Cinco De Mayo, Blowout Denial (Or: Rufino Tamayo, Burnout Ohio)
For those actually interested in the outcome of the 1862 Battle of Puebla, many of the United States’ Cinco de Mayo celebrations must seem about as Mexican as chop suey. In the ranks of cultural misappropriations for inebriates, it’s right up there with St. Patrick’s Day, except that instead of offering you dyed-green Bud Lite, someone will show you a picture of Public Enemy’s Flavor Flav wearing a sombrero. And you thought 911 was a joke.
But let’s not get too smug about this. 911 was not a joke. Celebration seems in order this week, even if many of us are too tired and numb to find the right words. I’ll dedicate the selections below to the unsung heroes who patiently get their jobs done without bluster and self-promotion. In tribute to Mexico, where millions struggle for basic dignity while caught in a crossfire few of us understand, I’ll throw in some blustery promotion for my favorite Mexican painter and band. Rufino Tamayo, a former wrestler from a Oaxacan Zapotec family, was sometimes derided as too “historical” for resurrecting pre-Hispanic art. Yet his art was both traditional and subversive, finding a riotously colorful new context for centuries of forgotten folklore. Never claiming the only “right” path, he insisted that the fundamental thing in art is freedom.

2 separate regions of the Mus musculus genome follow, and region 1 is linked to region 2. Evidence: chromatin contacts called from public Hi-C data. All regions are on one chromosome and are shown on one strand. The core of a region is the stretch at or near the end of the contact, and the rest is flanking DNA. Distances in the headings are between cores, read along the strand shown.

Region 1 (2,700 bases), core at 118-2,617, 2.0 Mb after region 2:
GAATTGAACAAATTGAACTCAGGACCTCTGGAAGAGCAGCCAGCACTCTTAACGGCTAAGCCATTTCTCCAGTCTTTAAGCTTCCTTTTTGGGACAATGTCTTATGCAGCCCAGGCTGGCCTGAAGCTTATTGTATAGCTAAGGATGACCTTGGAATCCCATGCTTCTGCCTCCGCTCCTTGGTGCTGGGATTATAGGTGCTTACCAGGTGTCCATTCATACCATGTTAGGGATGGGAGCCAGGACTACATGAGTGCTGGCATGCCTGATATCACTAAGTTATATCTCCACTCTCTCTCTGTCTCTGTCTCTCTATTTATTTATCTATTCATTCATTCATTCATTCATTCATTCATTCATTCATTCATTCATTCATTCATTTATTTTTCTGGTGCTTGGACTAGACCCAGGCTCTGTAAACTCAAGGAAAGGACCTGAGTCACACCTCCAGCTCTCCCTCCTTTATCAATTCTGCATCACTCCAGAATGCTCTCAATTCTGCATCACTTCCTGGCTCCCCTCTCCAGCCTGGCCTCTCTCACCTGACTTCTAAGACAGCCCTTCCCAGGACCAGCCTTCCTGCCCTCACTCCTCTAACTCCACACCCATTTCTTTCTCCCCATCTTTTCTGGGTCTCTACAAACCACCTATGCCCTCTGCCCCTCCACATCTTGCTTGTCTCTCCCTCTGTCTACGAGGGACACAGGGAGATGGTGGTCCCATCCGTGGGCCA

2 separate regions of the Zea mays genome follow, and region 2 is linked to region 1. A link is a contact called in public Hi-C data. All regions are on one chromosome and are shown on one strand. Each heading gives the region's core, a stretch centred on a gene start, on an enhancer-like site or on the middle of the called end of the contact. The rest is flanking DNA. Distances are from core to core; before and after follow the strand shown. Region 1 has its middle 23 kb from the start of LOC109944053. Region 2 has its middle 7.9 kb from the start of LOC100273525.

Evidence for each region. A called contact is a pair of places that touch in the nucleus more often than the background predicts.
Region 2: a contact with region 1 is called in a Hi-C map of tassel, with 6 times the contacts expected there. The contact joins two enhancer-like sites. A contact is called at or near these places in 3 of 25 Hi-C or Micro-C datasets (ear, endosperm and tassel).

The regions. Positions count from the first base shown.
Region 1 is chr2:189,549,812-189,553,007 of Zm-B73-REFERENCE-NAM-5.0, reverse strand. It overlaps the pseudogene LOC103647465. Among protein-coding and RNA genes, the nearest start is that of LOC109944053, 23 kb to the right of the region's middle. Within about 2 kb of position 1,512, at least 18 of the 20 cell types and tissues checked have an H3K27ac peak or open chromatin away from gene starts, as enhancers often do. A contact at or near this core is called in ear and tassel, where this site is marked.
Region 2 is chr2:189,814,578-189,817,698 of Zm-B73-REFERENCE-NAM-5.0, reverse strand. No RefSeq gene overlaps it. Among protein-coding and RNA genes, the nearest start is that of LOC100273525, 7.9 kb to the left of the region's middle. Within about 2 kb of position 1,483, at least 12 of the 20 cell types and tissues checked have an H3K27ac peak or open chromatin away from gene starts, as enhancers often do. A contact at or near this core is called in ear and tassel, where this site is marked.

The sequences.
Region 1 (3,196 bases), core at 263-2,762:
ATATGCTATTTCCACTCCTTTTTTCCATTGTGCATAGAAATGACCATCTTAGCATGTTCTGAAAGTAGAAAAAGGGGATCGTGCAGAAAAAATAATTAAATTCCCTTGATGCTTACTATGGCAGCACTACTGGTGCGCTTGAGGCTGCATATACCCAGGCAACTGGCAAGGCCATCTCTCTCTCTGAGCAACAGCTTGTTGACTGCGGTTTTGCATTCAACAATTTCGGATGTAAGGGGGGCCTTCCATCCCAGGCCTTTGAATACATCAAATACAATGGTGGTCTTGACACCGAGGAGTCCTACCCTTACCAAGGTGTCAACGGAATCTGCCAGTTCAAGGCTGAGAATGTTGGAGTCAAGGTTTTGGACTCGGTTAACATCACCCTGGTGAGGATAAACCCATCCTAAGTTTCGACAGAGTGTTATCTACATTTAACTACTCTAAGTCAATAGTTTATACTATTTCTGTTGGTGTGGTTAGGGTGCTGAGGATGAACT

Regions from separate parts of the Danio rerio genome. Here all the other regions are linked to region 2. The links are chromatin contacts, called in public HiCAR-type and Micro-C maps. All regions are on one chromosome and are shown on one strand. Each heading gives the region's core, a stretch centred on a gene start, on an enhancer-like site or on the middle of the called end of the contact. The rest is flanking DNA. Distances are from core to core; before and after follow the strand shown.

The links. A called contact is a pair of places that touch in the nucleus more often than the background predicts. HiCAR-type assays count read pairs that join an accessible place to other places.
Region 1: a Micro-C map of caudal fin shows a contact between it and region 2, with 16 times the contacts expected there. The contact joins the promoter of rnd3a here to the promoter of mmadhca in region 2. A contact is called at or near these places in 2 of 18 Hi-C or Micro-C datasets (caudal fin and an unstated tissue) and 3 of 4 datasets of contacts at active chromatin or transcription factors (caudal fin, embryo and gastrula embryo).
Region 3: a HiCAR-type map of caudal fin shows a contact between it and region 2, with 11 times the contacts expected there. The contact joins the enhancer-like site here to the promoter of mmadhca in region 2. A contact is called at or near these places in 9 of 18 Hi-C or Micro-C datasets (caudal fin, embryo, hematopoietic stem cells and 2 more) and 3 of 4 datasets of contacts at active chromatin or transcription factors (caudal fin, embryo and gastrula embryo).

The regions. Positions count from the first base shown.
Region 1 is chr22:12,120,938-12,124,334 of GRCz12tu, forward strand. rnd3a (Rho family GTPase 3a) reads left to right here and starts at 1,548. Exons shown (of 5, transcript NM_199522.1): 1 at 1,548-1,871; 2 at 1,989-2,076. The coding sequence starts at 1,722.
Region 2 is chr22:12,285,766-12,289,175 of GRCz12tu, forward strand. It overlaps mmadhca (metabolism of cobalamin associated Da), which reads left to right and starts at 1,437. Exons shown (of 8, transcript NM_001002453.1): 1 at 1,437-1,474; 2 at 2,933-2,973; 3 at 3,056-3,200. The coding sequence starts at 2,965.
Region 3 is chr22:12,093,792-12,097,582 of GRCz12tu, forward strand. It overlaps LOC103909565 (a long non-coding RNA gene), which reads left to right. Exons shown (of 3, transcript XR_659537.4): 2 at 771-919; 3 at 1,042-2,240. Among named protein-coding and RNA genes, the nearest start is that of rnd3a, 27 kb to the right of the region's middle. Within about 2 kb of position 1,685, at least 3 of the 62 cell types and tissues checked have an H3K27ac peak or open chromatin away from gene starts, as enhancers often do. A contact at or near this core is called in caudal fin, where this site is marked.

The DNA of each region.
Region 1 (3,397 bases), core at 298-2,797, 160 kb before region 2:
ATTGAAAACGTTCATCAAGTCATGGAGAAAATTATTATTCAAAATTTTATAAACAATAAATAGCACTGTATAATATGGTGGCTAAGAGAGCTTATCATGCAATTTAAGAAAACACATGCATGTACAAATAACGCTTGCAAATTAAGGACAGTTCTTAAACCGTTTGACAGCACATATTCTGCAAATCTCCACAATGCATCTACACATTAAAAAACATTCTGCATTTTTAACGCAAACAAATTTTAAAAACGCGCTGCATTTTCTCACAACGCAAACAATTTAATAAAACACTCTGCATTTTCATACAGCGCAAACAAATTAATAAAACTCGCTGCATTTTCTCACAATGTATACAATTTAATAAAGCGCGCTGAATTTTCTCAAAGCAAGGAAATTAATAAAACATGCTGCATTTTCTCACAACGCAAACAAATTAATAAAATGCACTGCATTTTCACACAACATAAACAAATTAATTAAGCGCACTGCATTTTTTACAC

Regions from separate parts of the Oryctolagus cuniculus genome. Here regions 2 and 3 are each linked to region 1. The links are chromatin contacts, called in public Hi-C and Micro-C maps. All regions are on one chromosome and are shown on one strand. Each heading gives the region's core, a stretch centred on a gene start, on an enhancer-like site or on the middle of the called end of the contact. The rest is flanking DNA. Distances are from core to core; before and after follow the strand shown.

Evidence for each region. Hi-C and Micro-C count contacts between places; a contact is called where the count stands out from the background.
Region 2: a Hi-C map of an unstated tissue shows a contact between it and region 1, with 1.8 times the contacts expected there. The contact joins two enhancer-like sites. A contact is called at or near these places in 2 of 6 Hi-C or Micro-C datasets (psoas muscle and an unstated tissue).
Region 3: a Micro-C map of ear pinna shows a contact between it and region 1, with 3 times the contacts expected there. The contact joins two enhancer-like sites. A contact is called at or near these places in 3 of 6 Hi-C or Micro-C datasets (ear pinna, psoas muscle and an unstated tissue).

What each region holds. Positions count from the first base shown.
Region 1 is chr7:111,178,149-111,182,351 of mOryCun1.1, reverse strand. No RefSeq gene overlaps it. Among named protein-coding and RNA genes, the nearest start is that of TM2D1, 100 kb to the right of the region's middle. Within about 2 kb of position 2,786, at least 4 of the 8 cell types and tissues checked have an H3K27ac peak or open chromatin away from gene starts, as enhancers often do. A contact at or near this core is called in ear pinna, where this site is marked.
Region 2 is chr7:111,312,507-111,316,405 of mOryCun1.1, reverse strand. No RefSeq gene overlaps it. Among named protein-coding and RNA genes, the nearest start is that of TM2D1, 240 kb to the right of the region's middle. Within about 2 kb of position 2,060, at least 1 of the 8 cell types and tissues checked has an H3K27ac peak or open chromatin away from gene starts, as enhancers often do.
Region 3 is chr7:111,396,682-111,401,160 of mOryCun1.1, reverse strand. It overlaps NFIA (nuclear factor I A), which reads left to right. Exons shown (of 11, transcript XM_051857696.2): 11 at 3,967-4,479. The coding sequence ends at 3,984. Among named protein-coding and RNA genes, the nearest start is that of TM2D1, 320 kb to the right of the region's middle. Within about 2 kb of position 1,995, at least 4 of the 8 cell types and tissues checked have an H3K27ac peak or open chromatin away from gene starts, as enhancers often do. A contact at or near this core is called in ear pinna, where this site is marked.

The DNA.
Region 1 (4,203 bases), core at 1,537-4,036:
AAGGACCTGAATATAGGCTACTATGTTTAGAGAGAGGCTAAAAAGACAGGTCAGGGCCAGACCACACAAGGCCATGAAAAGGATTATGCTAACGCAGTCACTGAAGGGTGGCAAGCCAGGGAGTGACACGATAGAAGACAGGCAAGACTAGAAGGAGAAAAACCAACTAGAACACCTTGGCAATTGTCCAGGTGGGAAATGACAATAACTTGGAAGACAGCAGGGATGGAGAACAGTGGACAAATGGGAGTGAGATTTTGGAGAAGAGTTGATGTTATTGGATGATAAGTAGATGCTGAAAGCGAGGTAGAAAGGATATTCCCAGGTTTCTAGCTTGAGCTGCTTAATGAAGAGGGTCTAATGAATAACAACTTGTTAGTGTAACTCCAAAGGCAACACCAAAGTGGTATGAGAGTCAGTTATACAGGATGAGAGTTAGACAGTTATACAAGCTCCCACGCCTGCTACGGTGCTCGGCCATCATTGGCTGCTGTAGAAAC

Much the same could be said for Mexico City’s Cafe Tacuba, a band whose two decades of subersively traditional, traditionally subversive music are captured in a 2010 documentary, Seguir Siendo. Josh Kun’s essay on the band captures the dizzying number of moving parts involved:
Tacuba has always made music that strives to participate in international conversations while being identifiably Mexican. They referenced Mexican cultural history, wore huaraches in their videos, played acoustic contrabajo and acoustic jarana guitar, spliced son jarocho, boleros, and banda into punk, disco, and classical, and sang songs about the metro and falling in love with a chica banda. Their belief that they could be avant-garde without ever having to leave home—which they spelled out on Re (1994)—has made them a favorite of like-minded music boundary-pushers throughout the Americas.
“Seguir Siendo: Cafe Tacuba” (Lado B, Track 1)
Cafe Tacuba, “El Aparato”
Finally, to betray my own Midwestern nerd-rock roots, I’ll close out today’s cross-cultural rambling with a couple of extremely non-Mexican provocateurs who also delight in muddling the traditional and the subversive. The first is by Liz Phair, the almost-famous New York Times journalist and Bollywood rapper. As an Oberlin graduate, she’s highly qualified to rhyme “Cinco de Mayo” with “Burnout Ohio.” The second is by Bob Dylan, who eventually disbanded his Woody Guthrie tribute band to become an ace storyteller and the country’s finest deejay. His chronicles of Yankee power are highly recommended for long walks in the drizzling rain:
Señor, señor, do you know where we’re headin’?
Lincoln County Road or Armageddon?
Seems like I been down this way before
Is there any truth in that, señor?
Liz Phair, “Cinco De Mayo”
Bob Dylan, “Isis”